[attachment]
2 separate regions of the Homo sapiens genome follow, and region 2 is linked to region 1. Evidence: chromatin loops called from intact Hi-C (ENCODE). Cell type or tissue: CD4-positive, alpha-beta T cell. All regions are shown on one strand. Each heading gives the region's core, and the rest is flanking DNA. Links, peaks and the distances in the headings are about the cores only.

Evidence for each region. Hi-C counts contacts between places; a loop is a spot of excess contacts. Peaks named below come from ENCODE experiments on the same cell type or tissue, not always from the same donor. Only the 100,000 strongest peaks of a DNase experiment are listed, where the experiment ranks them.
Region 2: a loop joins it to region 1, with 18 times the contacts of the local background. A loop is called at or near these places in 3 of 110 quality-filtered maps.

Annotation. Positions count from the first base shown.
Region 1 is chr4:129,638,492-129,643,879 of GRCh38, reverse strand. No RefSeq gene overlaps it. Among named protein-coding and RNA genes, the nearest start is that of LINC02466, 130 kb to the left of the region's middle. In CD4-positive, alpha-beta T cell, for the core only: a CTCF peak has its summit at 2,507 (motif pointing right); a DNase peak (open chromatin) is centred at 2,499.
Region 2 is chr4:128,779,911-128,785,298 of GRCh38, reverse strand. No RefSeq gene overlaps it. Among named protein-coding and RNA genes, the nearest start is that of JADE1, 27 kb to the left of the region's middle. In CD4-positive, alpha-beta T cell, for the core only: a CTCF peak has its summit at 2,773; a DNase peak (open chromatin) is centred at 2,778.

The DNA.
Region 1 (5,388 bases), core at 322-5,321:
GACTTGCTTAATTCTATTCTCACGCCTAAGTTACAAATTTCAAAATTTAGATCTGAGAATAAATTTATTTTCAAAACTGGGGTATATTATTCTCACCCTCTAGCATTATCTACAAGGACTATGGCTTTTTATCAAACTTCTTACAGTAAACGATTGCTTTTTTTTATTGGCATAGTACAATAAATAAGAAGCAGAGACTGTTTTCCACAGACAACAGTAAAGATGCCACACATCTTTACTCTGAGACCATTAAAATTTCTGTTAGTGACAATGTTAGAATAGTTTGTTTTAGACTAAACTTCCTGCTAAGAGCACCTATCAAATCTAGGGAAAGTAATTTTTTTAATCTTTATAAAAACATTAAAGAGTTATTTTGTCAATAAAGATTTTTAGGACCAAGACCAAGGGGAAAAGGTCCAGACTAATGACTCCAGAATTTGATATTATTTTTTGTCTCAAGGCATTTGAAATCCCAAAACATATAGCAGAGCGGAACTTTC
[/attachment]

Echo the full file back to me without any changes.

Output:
2 separate regions of the Homo sapiens genome follow, and region 2 is linked to region 1. Evidence: chromatin loops called from intact Hi-C (ENCODE). Cell type or tissue: CD4-positive, alpha-beta T cell. All regions are shown on one strand. Each heading gives the region's core, and the rest is flanking DNA. Links, peaks and the distances in the headings are about the cores only.

Evidence for each region. Hi-C counts contacts between places; a loop is a spot of excess contacts. Peaks named below come from ENCODE experiments on the same cell type or tissue, not always from the same donor. Only the 100,000 strongest peaks of a DNase experiment are listed, where the experiment ranks them.
Region 2: a loop joins it to region 1, with 18 times the contacts of the local background. A loop is called at or near these places in 3 of 110 quality-filtered maps.

Annotation. Positions count from the first base shown.
Region 1 is chr4:129,638,492-129,643,879 of GRCh38, reverse strand. No RefSeq gene overlaps it. Among named protein-coding and RNA genes, the nearest start is that of LINC02466, 130 kb to the left of the region's middle. In CD4-positive, alpha-beta T cell, for the core only: a CTCF peak has its summit at 2,507 (motif pointing right); a DNase peak (open chromatin) is centred at 2,499.
Region 2 is chr4:128,779,911-128,785,298 of GRCh38, reverse strand. No RefSeq gene overlaps it. Among named protein-coding and RNA genes, the nearest start is that of JADE1, 27 kb to the left of the region's middle. In CD4-positive, alpha-beta T cell, for the core only: a CTCF peak has its summit at 2,773; a DNase peak (open chromatin) is centred at 2,778.

The DNA.
Region 1 (5,388 bases), core at 322-5,321:
GACTTGCTTAATTCTATTCTCACGCCTAAGTTACAAATTTCAAAATTTAGATCTGAGAATAAATTTATTTTCAAAACTGGGGTATATTATTCTCACCCTCTAGCATTATCTACAAGGACTATGGCTTTTTATCAAACTTCTTACAGTAAACGATTGCTTTTTTTTATTGGCATAGTACAATAAATAAGAAGCAGAGACTGTTTTCCACAGACAACAGTAAAGATGCCACACATCTTTACTCTGAGACCATTAAAATTTCTGTTAGTGACAATGTTAGAATAGTTTGTTTTAGACTAAACTTCCTGCTAAGAGCACCTATCAAATCTAGGGAAAGTAATTTTTTTAATCTTTATAAAAACATTAAAGAGTTATTTTGTCAATAAAGATTTTTAGGACCAAGACCAAGGGGAAAAGGTCCAGACTAATGACTCCAGAATTTGATATTATTTTTTGTCTCAAGGCATTTGAAATCCCAAAACATATAGCAGAGCGGAACTTTC